Gay Jews have been the subject of much contention in the Jewish community, particularly the Orthodox Jewish community for some time. The film "Trembling Before G-d" sparked an even bigger debate and led to the formation of Jewish Outlook.
Let me disabuse Rabbi X (“Gay Pride in Jerusalem: Guilt vs dishonesty??) of the notion that I feel any guilt about being gay. To do so, would be as absurd as feeling guilty about being left-handed or having blue eyes. Underlying X’s patronizing article, are a number of myths about homosexuality which need to be addressed.
The first myth is the notion that sexual orientation can be reduced to sexual acts. In the last 100 years, scientific investigation of human sexuality has revealed the existence of a “sexual orientation??: a generally fixed aspect of the self that determines to whom individuals are attracted and with whom they seek intimate relationships. Conservatively, 5 percent of the human species have a gay sexual orientation. This reveals the central flaw in X’s analogy: no one has a fundamental aspect of their self that renders them a sabbath-violator.
Unfortunately, many Orthodox rabbis in SA still exhibit a medieval understanding of homosexuality. I have counselled a number of observant lesbian and gay people whose rabbis have propounded the second myth: they have urged them to ‘change’ their sexual orientation, through going to ‘reparative therapy’. However, the overwhelming scientific view is expressed by the American Psychiatric Association when it states that “there is no scientific evidence that reparative or conversion therapy is effective in changing a person’s sexual orientation. There is, however, evidence that this type of therapy is destructive??. Those destructive effects range from clinical depression to self-destructive behaviour, including suicide. It is high time our Orthodox religious leadership stopped irresponsibly playing with the lives of lesbian and gay people who come to them for guidance.
The third myth perpetrated by X is his reduction of gay relationships to sex. This is tantamount to saying that a straight man’s relationship with his wife can be reduced to the sexual activity that occurs between them. However, as with straight people, gay relationships run the full gamut of spiritual, emotional and physical connection. To pretend that they are merely reducible to sexual behaviour is fundamentally to misunderstand lesbian and gay people and our relationships.
The problem for X with acknowledging these realities is that they must fundamentally challenge the fourth myth: that any expression of romantic love between members of the same sex is wrong. Rather, it is the condemnation and denigration of a significant minority of our community to lives of repression and loneliness that is harmful and wrong. To condemn a gay person for seeking relationships with members of the same sex would be similar to the cruelty of condemning a left-handed person for using their left hand in order to function in the world.
The modern understanding of homosexuality, together with the lack of any credible moral arguments against it, have led many rabbis to recognise that homosexuality poses a deep and difficult challenge for Jewish tradition. Some, such as Rabbi Chaim Rapoport and Rabbi Nathan Lopes Cardoza have attempted to use certain narrow strategies to grapple with this problem; others such as Rabbi Steven Greenberg, have suggested more ambitious halachic solutions.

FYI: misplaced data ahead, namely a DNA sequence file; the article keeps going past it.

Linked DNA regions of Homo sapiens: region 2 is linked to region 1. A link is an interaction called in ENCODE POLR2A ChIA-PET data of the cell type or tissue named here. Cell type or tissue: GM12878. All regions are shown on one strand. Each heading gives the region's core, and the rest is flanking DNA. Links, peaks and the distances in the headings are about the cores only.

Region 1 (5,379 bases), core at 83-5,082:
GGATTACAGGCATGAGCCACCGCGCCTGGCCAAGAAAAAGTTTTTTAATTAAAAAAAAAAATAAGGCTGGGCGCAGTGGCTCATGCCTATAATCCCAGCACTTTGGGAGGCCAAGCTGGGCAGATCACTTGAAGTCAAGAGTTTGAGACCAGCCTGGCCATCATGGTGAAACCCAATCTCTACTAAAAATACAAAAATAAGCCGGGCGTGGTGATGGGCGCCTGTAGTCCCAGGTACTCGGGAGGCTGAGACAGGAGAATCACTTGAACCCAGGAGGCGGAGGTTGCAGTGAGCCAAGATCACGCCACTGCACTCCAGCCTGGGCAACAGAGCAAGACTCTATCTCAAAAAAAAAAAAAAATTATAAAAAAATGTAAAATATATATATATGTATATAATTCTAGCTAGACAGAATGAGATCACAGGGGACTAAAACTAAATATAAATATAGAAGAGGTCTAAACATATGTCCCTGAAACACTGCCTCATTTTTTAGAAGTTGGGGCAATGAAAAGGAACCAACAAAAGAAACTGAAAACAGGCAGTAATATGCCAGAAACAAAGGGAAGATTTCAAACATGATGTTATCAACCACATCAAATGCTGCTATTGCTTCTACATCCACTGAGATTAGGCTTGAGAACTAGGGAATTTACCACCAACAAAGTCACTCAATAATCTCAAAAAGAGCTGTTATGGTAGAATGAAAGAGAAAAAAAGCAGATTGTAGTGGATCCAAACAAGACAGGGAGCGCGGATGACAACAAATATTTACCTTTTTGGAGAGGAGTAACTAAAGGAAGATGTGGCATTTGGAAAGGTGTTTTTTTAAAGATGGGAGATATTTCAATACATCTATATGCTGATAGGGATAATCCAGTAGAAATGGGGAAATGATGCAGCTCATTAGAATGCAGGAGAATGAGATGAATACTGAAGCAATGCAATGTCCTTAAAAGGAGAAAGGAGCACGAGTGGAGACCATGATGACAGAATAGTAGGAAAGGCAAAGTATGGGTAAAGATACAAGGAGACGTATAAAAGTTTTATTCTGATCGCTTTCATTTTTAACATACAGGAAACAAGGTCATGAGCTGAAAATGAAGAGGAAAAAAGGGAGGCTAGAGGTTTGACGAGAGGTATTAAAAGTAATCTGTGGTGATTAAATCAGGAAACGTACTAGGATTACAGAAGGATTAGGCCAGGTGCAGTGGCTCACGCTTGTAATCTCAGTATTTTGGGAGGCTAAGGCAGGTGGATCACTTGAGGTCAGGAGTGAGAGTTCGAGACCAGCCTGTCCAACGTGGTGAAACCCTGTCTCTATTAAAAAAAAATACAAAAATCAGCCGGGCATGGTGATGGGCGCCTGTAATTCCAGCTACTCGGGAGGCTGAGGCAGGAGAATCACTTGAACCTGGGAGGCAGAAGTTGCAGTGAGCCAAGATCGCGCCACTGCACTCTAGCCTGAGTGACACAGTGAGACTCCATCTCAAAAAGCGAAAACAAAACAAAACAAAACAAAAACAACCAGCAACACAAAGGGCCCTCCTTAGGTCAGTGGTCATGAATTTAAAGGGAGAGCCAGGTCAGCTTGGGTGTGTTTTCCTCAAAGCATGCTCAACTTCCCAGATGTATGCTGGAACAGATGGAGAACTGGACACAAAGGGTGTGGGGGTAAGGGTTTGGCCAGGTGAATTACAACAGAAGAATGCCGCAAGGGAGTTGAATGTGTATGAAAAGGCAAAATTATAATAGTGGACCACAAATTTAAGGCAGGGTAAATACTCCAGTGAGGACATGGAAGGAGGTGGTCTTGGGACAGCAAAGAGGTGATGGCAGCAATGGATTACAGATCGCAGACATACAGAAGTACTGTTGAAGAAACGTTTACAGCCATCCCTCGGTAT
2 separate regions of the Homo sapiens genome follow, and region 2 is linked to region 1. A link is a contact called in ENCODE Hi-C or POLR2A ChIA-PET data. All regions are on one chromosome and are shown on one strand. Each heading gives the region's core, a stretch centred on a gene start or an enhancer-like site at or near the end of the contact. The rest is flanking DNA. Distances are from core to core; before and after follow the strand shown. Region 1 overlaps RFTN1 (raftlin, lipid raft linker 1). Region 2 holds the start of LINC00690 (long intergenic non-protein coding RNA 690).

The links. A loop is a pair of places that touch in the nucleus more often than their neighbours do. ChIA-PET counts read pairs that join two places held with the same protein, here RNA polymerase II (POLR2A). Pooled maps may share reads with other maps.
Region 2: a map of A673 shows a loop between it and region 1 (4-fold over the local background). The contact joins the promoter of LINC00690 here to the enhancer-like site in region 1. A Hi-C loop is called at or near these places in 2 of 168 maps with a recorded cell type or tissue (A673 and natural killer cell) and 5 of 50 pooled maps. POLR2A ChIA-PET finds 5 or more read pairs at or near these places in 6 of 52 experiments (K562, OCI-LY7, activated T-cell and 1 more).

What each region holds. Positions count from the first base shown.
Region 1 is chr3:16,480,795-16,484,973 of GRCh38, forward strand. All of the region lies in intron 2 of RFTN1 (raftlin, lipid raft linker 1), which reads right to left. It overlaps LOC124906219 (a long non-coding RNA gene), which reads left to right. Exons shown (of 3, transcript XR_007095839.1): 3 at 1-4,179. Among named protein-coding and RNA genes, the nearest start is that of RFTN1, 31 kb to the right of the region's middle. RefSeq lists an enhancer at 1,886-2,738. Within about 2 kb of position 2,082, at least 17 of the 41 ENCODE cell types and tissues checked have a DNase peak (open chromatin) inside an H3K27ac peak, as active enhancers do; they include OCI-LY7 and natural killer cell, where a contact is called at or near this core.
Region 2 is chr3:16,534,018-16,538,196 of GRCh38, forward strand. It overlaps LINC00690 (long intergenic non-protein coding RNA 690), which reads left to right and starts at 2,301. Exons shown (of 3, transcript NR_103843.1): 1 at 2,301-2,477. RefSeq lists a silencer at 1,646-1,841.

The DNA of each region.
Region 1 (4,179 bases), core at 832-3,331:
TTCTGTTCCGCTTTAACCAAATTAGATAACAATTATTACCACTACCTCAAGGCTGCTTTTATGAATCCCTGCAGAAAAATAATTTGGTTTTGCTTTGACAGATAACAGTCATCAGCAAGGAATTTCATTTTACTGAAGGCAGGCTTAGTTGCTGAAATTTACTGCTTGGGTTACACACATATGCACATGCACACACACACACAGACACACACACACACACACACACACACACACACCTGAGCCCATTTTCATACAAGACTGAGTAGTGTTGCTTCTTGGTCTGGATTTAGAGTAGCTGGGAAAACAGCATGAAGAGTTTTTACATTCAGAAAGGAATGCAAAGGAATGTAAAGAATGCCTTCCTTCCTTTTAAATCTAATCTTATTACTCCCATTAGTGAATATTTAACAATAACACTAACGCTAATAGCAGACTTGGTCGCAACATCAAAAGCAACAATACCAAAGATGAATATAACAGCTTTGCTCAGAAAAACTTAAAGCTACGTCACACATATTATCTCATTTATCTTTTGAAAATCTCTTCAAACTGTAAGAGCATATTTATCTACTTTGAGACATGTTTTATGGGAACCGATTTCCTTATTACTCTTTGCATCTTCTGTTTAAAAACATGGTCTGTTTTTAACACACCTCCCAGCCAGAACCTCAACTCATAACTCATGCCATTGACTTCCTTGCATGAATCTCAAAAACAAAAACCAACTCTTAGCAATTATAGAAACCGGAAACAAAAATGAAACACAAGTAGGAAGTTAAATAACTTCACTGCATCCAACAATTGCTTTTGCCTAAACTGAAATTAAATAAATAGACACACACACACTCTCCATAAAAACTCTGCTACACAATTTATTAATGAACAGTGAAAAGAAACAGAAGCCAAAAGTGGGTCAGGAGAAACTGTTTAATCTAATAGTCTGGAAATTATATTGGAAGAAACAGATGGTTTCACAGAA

The problem with ad hominen attacks such as that of X against my intellectual honesty is that they often rebound against the very person making them. It is evident from his article that X has never read Greenberg’s book or has wilfully misunderstood it. If he had, he would have known that Greenberg, a champion of women’s rights, is at pains to show how the prohibition in Leviticus 18:22 against the humiliation and degradation of men through sex, applies with equal force to women (elaboration on this argument can be found in Chapter 13 of Greenberg’s award-winning book Wrestling with G-d and Men: Homosexuality in Jewish tradition). We are enjoined to ensure that our sexual relationships – whether gay or straight – are conducted on the basis of equality and mutual respect. Greenberg thus shows how we can plumb the depths of the Torah for great wisdom in this crucial area of our lives once we remove our homophobic spectacles – and still remain faithful to our tradition.
Perhaps, our rabbis should think long and hard about the many Jewish lesbian and gay people (and their families) who are hurt through their myopic and hateful rhetoric. It saddens me to think of the many lesbian and gay people who, seeking a sense of self and a way in which to reconcile their Judaism and sexuality, are told by their religious leaders that they cannot do so, that their sexuality is something shameful, to be hidden and denied. Many such people are led to despair: some skulk around in a shadowy existence, living a lie, others live in generally unhappy marriages, and yet others take the tragic step of committing suicide. The other most common option for lesbian and gay Jews I have met is to leave Judaism and reject a tradition they have been told is unable to accommodate them in their full humanity and dignity.
Some of us are perhaps taking a more difficult course in being prepared neither to reject our Judaism nor our homosexuality. We will not live with the hypocrisy and inauthenticity of many of the congregants that, surprisingly, Rabbi X praises. We know and understand that G-d has created gay and lesbian people, just as straight people were created, as part of the wonderful, diverse tapestry of our world. And that our sexuality and relationships are beautiful, life-enhancing features of our lives that offer the same opportunities for sanctity, connection and love that all human beings, whether gay or straight, desire.